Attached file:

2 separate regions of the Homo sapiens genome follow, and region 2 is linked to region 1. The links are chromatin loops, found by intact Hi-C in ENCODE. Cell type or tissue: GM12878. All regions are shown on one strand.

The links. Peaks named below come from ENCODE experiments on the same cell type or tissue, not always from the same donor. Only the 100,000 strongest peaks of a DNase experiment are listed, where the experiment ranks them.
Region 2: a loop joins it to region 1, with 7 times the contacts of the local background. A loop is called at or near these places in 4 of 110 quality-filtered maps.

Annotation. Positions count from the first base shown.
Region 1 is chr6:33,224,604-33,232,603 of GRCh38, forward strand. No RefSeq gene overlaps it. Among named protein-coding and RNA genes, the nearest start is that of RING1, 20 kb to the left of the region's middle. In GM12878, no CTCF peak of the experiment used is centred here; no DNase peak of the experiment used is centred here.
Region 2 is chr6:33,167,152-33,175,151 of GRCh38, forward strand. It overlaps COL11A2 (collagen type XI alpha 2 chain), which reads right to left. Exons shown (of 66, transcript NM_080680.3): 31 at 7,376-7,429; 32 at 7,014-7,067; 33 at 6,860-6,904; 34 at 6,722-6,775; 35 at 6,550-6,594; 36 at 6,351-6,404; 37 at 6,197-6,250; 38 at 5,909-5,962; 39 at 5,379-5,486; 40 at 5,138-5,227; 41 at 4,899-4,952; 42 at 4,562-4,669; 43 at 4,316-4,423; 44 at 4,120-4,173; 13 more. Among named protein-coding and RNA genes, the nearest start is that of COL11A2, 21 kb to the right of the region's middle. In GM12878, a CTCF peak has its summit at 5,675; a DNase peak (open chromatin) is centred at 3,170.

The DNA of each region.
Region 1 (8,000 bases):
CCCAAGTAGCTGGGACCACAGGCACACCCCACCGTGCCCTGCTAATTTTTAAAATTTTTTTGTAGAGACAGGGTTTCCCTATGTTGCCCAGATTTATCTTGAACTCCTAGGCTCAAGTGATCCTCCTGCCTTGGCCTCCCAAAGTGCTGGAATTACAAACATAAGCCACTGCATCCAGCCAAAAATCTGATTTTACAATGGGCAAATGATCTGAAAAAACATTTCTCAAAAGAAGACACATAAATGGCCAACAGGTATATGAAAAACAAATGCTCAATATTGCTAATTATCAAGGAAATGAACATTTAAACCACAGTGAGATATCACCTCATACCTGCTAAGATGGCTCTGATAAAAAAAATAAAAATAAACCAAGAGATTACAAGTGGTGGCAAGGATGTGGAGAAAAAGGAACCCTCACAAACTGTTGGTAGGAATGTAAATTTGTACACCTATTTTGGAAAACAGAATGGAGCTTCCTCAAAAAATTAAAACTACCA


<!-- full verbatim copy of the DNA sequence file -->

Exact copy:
2 separate regions of the Homo sapiens genome follow, and region 2 is linked to region 1. The links are chromatin loops, found by intact Hi-C in ENCODE. Cell type or tissue: GM12878. All regions are shown on one strand.

The links. Peaks named below come from ENCODE experiments on the same cell type or tissue, not always from the same donor. Only the 100,000 strongest peaks of a DNase experiment are listed, where the experiment ranks them.
Region 2: a loop joins it to region 1, with 7 times the contacts of the local background. A loop is called at or near these places in 4 of 110 quality-filtered maps.

Annotation. Positions count from the first base shown.
Region 1 is chr6:33,224,604-33,232,603 of GRCh38, forward strand. No RefSeq gene overlaps it. Among named protein-coding and RNA genes, the nearest start is that of RING1, 20 kb to the left of the region's middle. In GM12878, no CTCF peak of the experiment used is centred here; no DNase peak of the experiment used is centred here.
Region 2 is chr6:33,167,152-33,175,151 of GRCh38, forward strand. It overlaps COL11A2 (collagen type XI alpha 2 chain), which reads right to left. Exons shown (of 66, transcript NM_080680.3): 31 at 7,376-7,429; 32 at 7,014-7,067; 33 at 6,860-6,904; 34 at 6,722-6,775; 35 at 6,550-6,594; 36 at 6,351-6,404; 37 at 6,197-6,250; 38 at 5,909-5,962; 39 at 5,379-5,486; 40 at 5,138-5,227; 41 at 4,899-4,952; 42 at 4,562-4,669; 43 at 4,316-4,423; 44 at 4,120-4,173; 13 more. Among named protein-coding and RNA genes, the nearest start is that of COL11A2, 21 kb to the right of the region's middle. In GM12878, a CTCF peak has its summit at 5,675; a DNase peak (open chromatin) is centred at 3,170.

The DNA of each region.
Region 1 (8,000 bases):
CCCAAGTAGCTGGGACCACAGGCACACCCCACCGTGCCCTGCTAATTTTTAAAATTTTTTTGTAGAGACAGGGTTTCCCTATGTTGCCCAGATTTATCTTGAACTCCTAGGCTCAAGTGATCCTCCTGCCTTGGCCTCCCAAAGTGCTGGAATTACAAACATAAGCCACTGCATCCAGCCAAAAATCTGATTTTACAATGGGCAAATGATCTGAAAAAACATTTCTCAAAAGAAGACACATAAATGGCCAACAGGTATATGAAAAACAAATGCTCAATATTGCTAATTATCAAGGAAATGAACATTTAAACCACAGTGAGATATCACCTCATACCTGCTAAGATGGCTCTGATAAAAAAAATAAAAATAAACCAAGAGATTACAAGTGGTGGCAAGGATGTGGAGAAAAAGGAACCCTCACAAACTGTTGGTAGGAATGTAAATTTGTACACCTATTTTGGAAAACAGAATGGAGCTTCCTCAAAAAATTAAAACTACCA